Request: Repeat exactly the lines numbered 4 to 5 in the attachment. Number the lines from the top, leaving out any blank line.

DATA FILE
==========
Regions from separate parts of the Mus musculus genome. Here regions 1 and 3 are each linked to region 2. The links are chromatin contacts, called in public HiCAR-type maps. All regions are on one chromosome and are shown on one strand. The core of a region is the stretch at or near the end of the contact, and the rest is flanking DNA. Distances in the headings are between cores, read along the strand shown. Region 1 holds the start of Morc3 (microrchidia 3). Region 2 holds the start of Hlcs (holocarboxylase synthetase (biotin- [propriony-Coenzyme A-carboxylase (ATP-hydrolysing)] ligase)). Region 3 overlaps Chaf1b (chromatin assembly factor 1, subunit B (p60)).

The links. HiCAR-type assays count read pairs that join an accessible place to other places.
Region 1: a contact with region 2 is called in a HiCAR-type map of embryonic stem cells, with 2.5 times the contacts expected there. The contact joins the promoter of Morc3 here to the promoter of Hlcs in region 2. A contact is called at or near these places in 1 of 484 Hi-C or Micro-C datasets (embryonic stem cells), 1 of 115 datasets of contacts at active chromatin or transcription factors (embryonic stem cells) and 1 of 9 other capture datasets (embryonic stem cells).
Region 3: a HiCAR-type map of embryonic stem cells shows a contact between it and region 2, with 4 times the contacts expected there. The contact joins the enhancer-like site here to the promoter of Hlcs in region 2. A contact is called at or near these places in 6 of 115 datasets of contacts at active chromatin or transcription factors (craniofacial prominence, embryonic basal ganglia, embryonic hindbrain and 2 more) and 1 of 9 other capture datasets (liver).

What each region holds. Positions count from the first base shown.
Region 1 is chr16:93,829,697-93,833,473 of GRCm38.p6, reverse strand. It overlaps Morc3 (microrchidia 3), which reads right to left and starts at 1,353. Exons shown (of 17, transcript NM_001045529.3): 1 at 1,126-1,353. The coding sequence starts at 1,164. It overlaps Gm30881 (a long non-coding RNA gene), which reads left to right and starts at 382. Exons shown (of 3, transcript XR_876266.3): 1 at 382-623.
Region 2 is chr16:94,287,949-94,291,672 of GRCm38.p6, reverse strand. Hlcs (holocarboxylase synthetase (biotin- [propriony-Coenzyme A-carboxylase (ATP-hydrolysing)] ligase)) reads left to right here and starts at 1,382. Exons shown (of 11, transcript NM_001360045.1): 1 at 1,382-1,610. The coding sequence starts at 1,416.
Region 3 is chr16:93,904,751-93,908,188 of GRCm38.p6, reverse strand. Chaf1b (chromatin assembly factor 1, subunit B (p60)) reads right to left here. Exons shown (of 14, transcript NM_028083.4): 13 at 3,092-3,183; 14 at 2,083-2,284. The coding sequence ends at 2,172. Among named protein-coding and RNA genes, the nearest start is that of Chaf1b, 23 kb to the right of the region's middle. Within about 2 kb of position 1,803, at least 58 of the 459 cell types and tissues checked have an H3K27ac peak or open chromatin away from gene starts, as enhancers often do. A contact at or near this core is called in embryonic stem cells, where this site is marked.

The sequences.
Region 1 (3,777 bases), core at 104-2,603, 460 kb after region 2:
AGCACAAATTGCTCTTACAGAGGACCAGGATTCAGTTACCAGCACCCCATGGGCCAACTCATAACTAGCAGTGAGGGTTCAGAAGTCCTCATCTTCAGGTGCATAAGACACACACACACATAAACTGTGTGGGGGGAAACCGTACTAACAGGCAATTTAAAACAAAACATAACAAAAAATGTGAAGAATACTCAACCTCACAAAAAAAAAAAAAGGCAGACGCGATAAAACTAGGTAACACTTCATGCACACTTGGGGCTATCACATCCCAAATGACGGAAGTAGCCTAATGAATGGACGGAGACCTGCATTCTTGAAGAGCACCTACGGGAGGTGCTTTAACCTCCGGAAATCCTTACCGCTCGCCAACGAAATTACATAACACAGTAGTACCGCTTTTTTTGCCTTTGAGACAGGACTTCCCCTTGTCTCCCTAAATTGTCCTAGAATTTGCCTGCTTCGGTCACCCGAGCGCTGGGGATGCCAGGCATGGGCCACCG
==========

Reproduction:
Region 3: a HiCAR-type map of embryonic stem cells shows a contact between it and region 2, with 4 times the contacts expected there. The contact joins the enhancer-like site here to the promoter of Hlcs in region 2. A contact is called at or near these places in 6 of 115 datasets of contacts at active chromatin or transcription factors (craniofacial prominence, embryonic basal ganglia, embryonic hindbrain and 2 more) and 1 of 9 other capture datasets (liver).

What each region holds. Positions count from the first base shown.